The effect of mother-infant skin-to-skin contact on the involution process and maternal postpartum fatigue during the early postpartum period


WOMEN & HEALTH, vol.60, no.6, pp.707-718, 2020 (SSCI) identifier identifier identifier

  • Publication Type: Article / Article
  • Volume: 60 Issue: 6
  • Publication Date: 2020
  • Doi Number: 10.1080/03630242.2019.1707747
  • Journal Name: WOMEN & HEALTH
  • Journal Indexes: Social Sciences Citation Index (SSCI), Scopus, Academic Search Premier, IBZ Online, AgeLine, Agricultural & Environmental Science Database, CAB Abstracts, CINAHL, Educational research abstracts (ERA), EMBASE, Gender Studies Database, MEDLINE, PAIS International, Psycinfo, Public Affairs Index, Social services abstracts, Sociological abstracts, Violence & Abuse Abstracts
  • Page Numbers: pp.707-718
  • Keywords: Fatigue, Postpartum, Skin-to-skin contact, Uterine involution, RANDOMIZED CONTROLLED-TRIAL, KANGAROO CARE, 3RD STAGE, ATTACHMENT, LABOR
  • Yozgat Bozok University Affiliated: Yes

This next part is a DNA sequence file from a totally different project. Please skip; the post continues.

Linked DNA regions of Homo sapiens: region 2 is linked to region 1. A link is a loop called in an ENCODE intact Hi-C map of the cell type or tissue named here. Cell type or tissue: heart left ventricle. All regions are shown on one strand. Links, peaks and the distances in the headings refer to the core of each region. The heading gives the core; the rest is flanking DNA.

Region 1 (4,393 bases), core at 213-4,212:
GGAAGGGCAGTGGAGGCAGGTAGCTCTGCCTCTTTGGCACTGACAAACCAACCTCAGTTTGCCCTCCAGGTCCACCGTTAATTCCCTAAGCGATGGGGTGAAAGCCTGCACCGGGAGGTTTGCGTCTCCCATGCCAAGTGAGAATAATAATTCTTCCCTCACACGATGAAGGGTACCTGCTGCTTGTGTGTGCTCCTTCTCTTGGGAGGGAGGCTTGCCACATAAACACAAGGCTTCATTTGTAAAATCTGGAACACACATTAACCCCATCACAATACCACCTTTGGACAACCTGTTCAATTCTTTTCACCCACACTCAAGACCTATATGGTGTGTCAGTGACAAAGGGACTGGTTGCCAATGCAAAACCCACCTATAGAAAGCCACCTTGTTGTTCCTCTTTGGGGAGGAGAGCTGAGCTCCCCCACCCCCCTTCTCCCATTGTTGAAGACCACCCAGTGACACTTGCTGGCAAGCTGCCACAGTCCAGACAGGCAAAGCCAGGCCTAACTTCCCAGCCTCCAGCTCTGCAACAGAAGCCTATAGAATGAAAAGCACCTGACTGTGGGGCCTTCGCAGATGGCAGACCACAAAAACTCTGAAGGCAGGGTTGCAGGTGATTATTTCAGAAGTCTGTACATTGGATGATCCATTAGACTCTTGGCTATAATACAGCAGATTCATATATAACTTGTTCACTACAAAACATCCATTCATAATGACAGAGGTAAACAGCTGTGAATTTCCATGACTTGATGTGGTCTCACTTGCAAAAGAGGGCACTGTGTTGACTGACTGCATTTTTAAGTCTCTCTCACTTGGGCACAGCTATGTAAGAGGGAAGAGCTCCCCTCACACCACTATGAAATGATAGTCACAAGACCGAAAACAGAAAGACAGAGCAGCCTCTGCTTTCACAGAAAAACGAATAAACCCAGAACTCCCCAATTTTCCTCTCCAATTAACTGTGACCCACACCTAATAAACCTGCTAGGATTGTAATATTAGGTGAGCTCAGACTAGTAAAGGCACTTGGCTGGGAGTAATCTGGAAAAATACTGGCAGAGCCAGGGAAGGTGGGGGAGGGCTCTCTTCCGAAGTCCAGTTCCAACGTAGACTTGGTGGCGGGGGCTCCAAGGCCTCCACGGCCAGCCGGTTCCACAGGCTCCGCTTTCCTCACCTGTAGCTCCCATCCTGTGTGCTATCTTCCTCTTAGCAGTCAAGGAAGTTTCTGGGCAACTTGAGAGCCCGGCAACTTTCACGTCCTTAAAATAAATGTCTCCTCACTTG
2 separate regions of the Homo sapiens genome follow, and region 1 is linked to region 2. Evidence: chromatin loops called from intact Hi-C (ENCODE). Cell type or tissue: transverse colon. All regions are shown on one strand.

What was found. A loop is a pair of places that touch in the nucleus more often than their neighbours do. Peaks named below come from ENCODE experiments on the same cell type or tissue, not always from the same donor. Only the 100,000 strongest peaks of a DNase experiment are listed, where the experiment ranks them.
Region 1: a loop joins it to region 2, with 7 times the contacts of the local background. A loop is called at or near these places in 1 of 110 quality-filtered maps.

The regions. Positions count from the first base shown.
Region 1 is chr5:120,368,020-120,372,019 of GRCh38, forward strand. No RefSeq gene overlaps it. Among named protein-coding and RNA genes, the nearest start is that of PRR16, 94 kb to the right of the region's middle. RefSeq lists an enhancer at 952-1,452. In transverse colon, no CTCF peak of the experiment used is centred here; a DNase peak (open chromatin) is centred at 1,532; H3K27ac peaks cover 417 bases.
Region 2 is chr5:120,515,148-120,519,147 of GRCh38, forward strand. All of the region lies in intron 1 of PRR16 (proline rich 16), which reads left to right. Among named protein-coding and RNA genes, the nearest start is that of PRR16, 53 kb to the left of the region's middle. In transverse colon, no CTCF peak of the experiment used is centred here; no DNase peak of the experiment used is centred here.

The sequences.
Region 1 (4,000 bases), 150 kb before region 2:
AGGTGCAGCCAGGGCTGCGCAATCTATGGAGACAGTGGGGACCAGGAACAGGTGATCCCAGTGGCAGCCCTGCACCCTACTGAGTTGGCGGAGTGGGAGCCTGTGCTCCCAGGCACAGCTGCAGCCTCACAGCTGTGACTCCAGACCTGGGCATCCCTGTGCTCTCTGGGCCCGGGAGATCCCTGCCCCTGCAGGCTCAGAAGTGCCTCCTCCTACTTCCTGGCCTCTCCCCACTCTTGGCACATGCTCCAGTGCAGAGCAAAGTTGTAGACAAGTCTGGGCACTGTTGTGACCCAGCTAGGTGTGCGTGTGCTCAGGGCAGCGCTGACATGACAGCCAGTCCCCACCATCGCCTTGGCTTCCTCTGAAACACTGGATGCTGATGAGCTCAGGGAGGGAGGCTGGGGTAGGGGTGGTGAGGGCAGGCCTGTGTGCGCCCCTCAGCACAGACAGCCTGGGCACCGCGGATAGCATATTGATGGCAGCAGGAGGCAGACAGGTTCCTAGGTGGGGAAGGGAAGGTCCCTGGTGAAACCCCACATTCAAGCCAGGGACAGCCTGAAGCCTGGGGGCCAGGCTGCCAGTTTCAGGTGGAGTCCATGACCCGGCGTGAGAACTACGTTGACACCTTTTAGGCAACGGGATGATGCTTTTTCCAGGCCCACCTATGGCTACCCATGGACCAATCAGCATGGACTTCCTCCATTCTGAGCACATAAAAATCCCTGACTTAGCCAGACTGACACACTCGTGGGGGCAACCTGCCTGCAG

Evidence has been limited on the effect of mother-infant skin-to-skin contact on the involution process and maternal postpartum fatigue. This study aimed to determine such effects in a randomized controlled trial conducted in a hospital in Sivas, Turkey. Seventy-five women were randomized into one of two groups. The Mother-Infant Information Form, Involution Process Evaluation Form and Visual Analogue Scale for Fatigue were used to collect data between October 1, 2015 and May 1, 2016. Repeated Measures ANOVAs were used for data analyzes. In the intervention group, routine care and mother-to-infant skin-to-skin contact were provided for 30 minutes in first postnatal hour. In the control group, routine care was provided. At the postnatal second, fourth and 24th hours, fundus heights were 13.4 +/- 0.3, 12.9 +/- 0.3 and 11.8 +/- 0.3 cm, respectively, in the intervention group, and 14.4 +/- 0.4, 13.8 +/- 0.3 and 12.9 +/- 0.3 cm in the control group (p < .05). At the 24th hour, women in the intervention group had higher mean energy levels (29.8 +/- 10.1) than the control group (25.1 +/- 10.0) (p < .05), and fatigue score, amount of lochia and number of pads were statistically similar between the groups (p > .05). Mothers expressed satisfaction with skin-to-skin practice. Thus, mother-to-infant skin-to-skin contact can be used as a care practice in the postpartum period.